This Agatha Christie is a fun mystery set during a fete. Hercule Poirot must discover who took advantage of Mrs. Oliver’s murder hunt and why. It’s one of those classic Christie mysteries that will keep you guessing until the end. Not my favorite (that honor goes to one of these other Agatha Christies), but it was certainly enjoyable.

Rating: Good but Forgettable

The No. 1 Ladies’ Detective Agency

Fans around the world adore the best-selling No. 1 Ladies’ Detective Agency series and its proprietor, Precious Ramotswe, Botswana’s premier lady detective. In this charming series, Mma Ramotswe—with help from her loyal associate, Grace Makutsi—navigates her cases and her personal life with wisdom, good humor, and the occasional cup of tea.

I just started reading this series, and now I’m obsessed with it. It offers simple but lovely writing and small mysteries interspersed with backstory about life in Botswana. Mma Ramotswe is a wonderfully practical and kind detective, and the setting is one I have yet to get tired of reading about. If you enjoy the first book (and I bet you will), good news! There are currently 17 books in the series.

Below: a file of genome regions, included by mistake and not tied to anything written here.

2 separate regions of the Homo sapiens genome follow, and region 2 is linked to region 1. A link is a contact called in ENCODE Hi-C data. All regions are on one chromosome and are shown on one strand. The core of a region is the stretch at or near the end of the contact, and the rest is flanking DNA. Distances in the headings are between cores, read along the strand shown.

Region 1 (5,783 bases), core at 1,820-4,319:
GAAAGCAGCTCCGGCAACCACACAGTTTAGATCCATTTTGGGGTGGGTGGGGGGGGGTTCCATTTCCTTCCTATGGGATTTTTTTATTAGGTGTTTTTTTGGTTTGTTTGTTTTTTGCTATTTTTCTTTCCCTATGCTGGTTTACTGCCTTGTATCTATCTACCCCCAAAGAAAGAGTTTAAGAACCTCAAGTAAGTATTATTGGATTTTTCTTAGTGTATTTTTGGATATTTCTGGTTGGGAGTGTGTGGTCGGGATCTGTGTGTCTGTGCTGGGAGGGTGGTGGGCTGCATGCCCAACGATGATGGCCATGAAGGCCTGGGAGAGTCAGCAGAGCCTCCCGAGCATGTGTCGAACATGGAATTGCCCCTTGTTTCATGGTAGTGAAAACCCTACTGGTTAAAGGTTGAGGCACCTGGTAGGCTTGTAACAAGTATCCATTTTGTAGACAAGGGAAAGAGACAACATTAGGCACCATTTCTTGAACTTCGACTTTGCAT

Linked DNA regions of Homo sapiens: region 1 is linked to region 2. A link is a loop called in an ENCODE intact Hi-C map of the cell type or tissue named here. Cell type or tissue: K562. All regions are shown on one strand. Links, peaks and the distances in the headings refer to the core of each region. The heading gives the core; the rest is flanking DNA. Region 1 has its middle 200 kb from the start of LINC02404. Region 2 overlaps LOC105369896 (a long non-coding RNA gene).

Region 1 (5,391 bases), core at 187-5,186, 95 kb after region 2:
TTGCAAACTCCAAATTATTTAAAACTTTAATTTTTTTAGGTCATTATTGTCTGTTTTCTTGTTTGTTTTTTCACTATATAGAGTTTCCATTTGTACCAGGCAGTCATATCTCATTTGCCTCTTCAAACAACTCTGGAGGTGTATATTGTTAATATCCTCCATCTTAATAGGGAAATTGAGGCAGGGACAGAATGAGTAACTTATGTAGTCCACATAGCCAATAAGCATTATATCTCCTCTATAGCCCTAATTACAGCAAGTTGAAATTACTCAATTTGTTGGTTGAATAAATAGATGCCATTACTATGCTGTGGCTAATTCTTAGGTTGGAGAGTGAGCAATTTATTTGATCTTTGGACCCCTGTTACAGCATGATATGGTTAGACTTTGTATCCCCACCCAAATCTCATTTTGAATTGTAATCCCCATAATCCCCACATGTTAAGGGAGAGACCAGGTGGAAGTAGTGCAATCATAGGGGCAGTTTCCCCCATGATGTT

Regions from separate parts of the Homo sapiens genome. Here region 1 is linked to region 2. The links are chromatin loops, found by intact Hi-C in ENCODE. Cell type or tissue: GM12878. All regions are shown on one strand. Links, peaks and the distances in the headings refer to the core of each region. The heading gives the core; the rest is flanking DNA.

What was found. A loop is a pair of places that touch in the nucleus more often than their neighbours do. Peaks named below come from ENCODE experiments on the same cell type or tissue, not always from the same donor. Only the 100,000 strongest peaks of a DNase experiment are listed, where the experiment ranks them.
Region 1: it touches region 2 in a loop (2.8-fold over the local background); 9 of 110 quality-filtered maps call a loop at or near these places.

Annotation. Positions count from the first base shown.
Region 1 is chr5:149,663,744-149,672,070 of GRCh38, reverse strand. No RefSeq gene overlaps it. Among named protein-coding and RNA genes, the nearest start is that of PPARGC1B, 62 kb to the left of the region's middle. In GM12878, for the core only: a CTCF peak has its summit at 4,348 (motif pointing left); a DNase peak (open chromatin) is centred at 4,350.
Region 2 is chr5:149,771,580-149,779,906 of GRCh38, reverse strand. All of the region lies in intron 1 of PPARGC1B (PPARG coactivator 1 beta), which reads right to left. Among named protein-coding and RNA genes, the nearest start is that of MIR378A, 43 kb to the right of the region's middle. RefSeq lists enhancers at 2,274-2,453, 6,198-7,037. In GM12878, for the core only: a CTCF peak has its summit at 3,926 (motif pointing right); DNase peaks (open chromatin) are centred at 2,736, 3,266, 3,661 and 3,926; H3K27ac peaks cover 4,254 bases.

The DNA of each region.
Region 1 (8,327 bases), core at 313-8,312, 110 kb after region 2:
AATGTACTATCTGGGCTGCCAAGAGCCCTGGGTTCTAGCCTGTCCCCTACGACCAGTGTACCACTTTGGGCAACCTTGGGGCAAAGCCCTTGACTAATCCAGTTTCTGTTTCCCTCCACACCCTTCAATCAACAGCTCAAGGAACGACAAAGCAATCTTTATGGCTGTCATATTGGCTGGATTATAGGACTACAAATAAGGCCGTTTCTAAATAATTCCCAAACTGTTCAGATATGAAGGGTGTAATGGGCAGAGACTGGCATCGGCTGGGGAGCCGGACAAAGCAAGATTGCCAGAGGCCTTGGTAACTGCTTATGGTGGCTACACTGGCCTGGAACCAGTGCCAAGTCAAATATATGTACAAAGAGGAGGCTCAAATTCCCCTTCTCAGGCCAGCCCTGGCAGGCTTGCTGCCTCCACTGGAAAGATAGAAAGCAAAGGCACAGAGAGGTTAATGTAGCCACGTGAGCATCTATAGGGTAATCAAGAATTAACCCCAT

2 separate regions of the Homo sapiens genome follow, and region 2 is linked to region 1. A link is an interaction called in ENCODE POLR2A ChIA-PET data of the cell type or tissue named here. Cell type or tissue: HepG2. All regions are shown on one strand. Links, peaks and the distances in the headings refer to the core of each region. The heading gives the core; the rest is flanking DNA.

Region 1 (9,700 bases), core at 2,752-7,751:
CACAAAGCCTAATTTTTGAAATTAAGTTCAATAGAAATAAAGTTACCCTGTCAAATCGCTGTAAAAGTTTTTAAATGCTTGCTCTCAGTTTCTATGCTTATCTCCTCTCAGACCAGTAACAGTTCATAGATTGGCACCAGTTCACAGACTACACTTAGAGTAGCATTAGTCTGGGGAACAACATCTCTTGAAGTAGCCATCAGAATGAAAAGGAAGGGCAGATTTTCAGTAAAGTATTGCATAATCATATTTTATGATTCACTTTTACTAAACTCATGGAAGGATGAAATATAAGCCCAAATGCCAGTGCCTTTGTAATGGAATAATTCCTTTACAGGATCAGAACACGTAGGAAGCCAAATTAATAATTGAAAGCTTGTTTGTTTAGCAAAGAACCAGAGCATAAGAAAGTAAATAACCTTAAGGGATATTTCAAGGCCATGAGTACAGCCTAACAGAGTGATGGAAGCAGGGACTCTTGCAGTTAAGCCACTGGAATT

Rating: Pretty Darn Good

Doomsday Book

For Kivrin, preparing an on-site study of one of the deadliest eras in humanity’s history was as simple as receiving inoculations against the diseases of the fourteenth century and inventing an alibi for a woman traveling alone. For her instructors in the twenty-first century, it meant painstaking calculations and careful monitoring of the rendezvous location where Kivrin would be received.

But a crisis strangely linking past and future strands Kivrin in a bygone age as her fellows try desperately to rescue her. In a time of superstition and fear, Kivrin–barely of age herself–finds she has become an unlikely angel of hope during one of history’s darkest hours.